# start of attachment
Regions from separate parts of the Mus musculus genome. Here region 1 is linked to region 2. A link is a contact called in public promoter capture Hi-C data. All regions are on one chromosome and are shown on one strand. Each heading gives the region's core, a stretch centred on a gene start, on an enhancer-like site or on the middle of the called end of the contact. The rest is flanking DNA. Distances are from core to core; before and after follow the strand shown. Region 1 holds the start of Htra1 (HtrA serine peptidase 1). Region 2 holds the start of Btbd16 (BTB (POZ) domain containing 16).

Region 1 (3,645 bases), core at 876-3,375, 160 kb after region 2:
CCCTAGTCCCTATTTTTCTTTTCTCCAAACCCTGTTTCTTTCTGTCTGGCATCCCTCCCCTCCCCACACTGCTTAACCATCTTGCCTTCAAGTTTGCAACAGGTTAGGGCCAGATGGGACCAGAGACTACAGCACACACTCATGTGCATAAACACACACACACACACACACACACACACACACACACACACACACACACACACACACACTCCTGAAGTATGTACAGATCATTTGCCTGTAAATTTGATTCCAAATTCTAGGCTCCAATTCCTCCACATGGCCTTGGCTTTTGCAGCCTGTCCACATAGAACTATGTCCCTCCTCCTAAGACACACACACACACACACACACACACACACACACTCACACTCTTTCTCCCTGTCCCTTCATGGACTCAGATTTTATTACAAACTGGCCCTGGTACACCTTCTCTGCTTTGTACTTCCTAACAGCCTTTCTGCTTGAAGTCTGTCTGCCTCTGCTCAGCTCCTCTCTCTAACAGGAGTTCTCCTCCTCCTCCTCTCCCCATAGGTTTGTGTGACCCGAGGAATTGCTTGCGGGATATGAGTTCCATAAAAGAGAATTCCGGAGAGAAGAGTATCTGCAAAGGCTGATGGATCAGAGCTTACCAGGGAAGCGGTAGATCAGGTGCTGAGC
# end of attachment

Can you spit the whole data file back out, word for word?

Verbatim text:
Regions from separate parts of the Mus musculus genome. Here region 1 is linked to region 2. A link is a contact called in public promoter capture Hi-C data. All regions are on one chromosome and are shown on one strand. Each heading gives the region's core, a stretch centred on a gene start, on an enhancer-like site or on the middle of the called end of the contact. The rest is flanking DNA. Distances are from core to core; before and after follow the strand shown. Region 1 holds the start of Htra1 (HtrA serine peptidase 1). Region 2 holds the start of Btbd16 (BTB (POZ) domain containing 16).

Region 1 (3,645 bases), core at 876-3,375, 160 kb after region 2:
CCCTAGTCCCTATTTTTCTTTTCTCCAAACCCTGTTTCTTTCTGTCTGGCATCCCTCCCCTCCCCACACTGCTTAACCATCTTGCCTTCAAGTTTGCAACAGGTTAGGGCCAGATGGGACCAGAGACTACAGCACACACTCATGTGCATAAACACACACACACACACACACACACACACACACACACACACACACACACACACACACACTCCTGAAGTATGTACAGATCATTTGCCTGTAAATTTGATTCCAAATTCTAGGCTCCAATTCCTCCACATGGCCTTGGCTTTTGCAGCCTGTCCACATAGAACTATGTCCCTCCTCCTAAGACACACACACACACACACACACACACACACACACTCACACTCTTTCTCCCTGTCCCTTCATGGACTCAGATTTTATTACAAACTGGCCCTGGTACACCTTCTCTGCTTTGTACTTCCTAACAGCCTTTCTGCTTGAAGTCTGTCTGCCTCTGCTCAGCTCCTCTCTCTAACAGGAGTTCTCCTCCTCCTCCTCTCCCCATAGGTTTGTGTGACCCGAGGAATTGCTTGCGGGATATGAGTTCCATAAAAGAGAATTCCGGAGAGAAGAGTATCTGCAAAGGCTGATGGATCAGAGCTTACCAGGGAAGCGGTAGATCAGGTGCTGAGC